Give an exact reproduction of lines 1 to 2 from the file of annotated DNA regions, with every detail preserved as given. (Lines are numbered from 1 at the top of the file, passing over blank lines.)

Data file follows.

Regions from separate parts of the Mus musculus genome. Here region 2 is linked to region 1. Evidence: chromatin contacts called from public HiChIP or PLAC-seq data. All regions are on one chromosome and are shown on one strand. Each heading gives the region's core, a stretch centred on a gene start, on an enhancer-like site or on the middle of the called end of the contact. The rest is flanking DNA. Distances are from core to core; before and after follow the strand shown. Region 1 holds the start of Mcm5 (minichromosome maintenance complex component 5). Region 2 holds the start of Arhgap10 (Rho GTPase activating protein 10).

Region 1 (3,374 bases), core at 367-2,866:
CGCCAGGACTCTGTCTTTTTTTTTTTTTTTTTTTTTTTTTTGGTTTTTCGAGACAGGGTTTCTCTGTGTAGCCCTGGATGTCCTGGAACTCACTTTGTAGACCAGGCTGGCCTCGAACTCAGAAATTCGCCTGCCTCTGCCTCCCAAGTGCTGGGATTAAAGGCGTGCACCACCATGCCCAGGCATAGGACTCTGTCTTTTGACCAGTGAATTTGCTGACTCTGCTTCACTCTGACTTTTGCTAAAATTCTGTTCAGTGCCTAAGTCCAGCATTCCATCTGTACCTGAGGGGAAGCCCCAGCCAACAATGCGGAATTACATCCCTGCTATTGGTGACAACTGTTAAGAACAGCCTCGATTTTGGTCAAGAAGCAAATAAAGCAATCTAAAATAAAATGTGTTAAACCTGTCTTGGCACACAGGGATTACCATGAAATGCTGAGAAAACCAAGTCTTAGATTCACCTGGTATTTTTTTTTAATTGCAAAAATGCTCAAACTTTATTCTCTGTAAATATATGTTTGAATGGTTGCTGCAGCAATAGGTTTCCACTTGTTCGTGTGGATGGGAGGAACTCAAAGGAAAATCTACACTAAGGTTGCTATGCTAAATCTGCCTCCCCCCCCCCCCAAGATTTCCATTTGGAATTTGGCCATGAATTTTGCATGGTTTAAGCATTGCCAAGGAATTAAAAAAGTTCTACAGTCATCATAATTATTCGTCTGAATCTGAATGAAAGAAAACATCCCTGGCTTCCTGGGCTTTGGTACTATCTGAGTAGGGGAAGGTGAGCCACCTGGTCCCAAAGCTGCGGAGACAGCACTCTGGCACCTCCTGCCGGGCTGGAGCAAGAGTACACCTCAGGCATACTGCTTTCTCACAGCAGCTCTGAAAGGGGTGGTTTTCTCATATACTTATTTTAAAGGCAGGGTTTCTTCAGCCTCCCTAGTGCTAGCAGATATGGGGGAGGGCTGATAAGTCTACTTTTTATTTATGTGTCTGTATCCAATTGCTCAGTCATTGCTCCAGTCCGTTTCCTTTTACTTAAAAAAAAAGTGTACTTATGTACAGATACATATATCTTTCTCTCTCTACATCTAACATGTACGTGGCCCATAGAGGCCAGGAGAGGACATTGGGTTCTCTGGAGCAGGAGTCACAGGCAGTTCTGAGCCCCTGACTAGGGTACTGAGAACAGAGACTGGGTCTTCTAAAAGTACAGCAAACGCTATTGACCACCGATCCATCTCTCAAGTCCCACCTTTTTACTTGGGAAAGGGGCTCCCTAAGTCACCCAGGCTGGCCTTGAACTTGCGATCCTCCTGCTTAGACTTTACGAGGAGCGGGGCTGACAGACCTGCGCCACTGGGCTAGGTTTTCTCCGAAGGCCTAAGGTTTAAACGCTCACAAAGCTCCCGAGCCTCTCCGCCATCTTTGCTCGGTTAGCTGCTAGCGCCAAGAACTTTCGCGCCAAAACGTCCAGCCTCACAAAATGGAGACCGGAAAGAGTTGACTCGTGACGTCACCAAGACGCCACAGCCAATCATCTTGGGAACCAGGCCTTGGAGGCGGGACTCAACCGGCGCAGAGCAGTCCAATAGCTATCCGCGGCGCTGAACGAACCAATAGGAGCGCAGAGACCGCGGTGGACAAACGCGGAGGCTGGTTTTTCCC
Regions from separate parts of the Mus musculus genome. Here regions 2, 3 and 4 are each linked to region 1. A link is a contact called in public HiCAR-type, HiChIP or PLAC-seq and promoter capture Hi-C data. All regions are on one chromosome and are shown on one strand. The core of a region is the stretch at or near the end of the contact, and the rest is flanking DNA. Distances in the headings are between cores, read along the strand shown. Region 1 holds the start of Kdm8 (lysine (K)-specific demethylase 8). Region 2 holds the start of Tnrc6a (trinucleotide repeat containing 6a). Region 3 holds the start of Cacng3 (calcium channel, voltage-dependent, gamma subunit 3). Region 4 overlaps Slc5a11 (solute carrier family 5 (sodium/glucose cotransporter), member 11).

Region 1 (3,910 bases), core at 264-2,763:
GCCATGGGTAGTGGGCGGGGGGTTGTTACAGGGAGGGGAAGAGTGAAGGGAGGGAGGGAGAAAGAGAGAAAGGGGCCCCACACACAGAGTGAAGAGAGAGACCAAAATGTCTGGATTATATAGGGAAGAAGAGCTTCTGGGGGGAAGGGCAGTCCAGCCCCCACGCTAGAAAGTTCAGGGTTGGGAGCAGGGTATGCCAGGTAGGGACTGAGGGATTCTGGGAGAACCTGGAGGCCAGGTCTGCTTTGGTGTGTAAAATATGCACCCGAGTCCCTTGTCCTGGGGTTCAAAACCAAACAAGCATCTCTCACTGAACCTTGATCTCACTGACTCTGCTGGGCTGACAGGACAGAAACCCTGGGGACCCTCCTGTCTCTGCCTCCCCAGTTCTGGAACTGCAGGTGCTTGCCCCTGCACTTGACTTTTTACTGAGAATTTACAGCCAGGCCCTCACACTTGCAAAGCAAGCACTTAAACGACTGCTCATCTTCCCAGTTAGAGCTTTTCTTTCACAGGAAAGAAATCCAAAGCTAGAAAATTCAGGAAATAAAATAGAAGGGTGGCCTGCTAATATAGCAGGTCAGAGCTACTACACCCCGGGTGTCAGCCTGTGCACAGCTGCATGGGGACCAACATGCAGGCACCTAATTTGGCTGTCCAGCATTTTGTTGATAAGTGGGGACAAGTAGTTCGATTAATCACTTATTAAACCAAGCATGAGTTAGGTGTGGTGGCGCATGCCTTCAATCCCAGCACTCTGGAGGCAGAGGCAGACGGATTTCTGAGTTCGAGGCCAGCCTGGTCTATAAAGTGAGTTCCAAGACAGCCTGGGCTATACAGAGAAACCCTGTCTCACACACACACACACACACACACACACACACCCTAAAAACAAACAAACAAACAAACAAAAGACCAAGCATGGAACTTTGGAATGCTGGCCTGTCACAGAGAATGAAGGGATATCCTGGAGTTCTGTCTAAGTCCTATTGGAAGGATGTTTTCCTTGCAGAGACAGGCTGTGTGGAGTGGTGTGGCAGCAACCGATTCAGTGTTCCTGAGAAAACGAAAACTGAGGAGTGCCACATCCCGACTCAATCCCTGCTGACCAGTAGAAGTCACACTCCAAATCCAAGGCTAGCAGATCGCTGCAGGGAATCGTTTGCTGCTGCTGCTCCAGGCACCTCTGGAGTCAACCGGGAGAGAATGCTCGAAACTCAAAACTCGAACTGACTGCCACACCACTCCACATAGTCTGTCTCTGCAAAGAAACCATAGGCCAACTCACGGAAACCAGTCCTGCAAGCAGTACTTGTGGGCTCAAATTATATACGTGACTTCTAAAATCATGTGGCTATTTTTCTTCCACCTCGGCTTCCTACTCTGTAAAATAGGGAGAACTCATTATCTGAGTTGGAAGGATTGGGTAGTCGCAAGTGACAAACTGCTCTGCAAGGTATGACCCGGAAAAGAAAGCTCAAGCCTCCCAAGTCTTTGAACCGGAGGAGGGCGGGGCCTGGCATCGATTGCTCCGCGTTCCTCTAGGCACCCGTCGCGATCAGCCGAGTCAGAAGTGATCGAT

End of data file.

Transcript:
Regions from separate parts of the Mus musculus genome. Here region 2 is linked to region 1. Evidence: chromatin contacts called from public HiChIP or PLAC-seq data. All regions are on one chromosome and are shown on one strand. Each heading gives the region's core, a stretch centred on a gene start, on an enhancer-like site or on the middle of the called end of the contact. The rest is flanking DNA. Distances are from core to core; before and after follow the strand shown. Region 1 holds the start of Mcm5 (minichromosome maintenance complex component 5). Region 2 holds the start of Arhgap10 (Rho GTPase activating protein 10).

Region 1 (3,374 bases), core at 367-2,866: